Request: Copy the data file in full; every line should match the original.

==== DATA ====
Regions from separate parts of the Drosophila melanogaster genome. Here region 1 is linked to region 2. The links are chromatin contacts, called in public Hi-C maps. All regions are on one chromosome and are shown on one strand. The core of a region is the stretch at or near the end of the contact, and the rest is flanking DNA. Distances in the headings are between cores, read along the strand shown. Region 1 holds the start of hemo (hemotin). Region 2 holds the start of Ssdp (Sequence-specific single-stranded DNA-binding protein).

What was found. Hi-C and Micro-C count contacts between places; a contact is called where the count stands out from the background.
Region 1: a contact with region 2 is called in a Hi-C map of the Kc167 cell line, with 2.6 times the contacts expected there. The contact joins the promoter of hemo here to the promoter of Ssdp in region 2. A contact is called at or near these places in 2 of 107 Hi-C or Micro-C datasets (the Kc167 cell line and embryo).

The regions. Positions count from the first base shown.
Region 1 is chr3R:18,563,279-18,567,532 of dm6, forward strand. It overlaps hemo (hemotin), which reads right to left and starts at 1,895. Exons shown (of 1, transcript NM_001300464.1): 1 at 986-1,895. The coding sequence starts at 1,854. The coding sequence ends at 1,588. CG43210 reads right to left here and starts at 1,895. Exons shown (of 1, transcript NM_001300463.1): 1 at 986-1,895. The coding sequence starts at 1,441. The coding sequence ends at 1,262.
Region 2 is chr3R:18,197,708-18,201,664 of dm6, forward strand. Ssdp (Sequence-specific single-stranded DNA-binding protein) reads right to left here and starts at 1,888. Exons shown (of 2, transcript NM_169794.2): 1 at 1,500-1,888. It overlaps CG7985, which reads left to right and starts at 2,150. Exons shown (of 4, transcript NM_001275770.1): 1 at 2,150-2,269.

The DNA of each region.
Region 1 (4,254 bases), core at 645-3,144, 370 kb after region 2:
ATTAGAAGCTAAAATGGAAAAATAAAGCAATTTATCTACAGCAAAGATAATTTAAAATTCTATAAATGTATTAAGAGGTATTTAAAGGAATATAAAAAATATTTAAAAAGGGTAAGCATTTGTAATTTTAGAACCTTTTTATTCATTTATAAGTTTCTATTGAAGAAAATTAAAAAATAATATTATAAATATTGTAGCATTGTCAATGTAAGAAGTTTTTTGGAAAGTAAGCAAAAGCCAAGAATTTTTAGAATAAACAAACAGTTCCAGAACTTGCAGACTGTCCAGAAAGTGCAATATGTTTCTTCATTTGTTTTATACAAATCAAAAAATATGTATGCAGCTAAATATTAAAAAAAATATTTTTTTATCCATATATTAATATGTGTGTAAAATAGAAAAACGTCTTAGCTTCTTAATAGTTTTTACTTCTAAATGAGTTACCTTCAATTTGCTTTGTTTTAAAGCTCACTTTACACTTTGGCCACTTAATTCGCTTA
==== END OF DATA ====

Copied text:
Regions from separate parts of the Drosophila melanogaster genome. Here region 1 is linked to region 2. The links are chromatin contacts, called in public Hi-C maps. All regions are on one chromosome and are shown on one strand. The core of a region is the stretch at or near the end of the contact, and the rest is flanking DNA. Distances in the headings are between cores, read along the strand shown. Region 1 holds the start of hemo (hemotin). Region 2 holds the start of Ssdp (Sequence-specific single-stranded DNA-binding protein).

What was found. Hi-C and Micro-C count contacts between places; a contact is called where the count stands out from the background.
Region 1: a contact with region 2 is called in a Hi-C map of the Kc167 cell line, with 2.6 times the contacts expected there. The contact joins the promoter of hemo here to the promoter of Ssdp in region 2. A contact is called at or near these places in 2 of 107 Hi-C or Micro-C datasets (the Kc167 cell line and embryo).

The regions. Positions count from the first base shown.
Region 1 is chr3R:18,563,279-18,567,532 of dm6, forward strand. It overlaps hemo (hemotin), which reads right to left and starts at 1,895. Exons shown (of 1, transcript NM_001300464.1): 1 at 986-1,895. The coding sequence starts at 1,854. The coding sequence ends at 1,588. CG43210 reads right to left here and starts at 1,895. Exons shown (of 1, transcript NM_001300463.1): 1 at 986-1,895. The coding sequence starts at 1,441. The coding sequence ends at 1,262.
Region 2 is chr3R:18,197,708-18,201,664 of dm6, forward strand. Ssdp (Sequence-specific single-stranded DNA-binding protein) reads right to left here and starts at 1,888. Exons shown (of 2, transcript NM_169794.2): 1 at 1,500-1,888. It overlaps CG7985, which reads left to right and starts at 2,150. Exons shown (of 4, transcript NM_001275770.1): 1 at 2,150-2,269.

The DNA of each region.
Region 1 (4,254 bases), core at 645-3,144, 370 kb after region 2:
ATTAGAAGCTAAAATGGAAAAATAAAGCAATTTATCTACAGCAAAGATAATTTAAAATTCTATAAATGTATTAAGAGGTATTTAAAGGAATATAAAAAATATTTAAAAAGGGTAAGCATTTGTAATTTTAGAACCTTTTTATTCATTTATAAGTTTCTATTGAAGAAAATTAAAAAATAATATTATAAATATTGTAGCATTGTCAATGTAAGAAGTTTTTTGGAAAGTAAGCAAAAGCCAAGAATTTTTAGAATAAACAAACAGTTCCAGAACTTGCAGACTGTCCAGAAAGTGCAATATGTTTCTTCATTTGTTTTATACAAATCAAAAAATATGTATGCAGCTAAATATTAAAAAAAATATTTTTTTATCCATATATTAATATGTGTGTAAAATAGAAAAACGTCTTAGCTTCTTAATAGTTTTTACTTCTAAATGAGTTACCTTCAATTTGCTTTGTTTTAAAGCTCACTTTACACTTTGGCCACTTAATTCGCTTA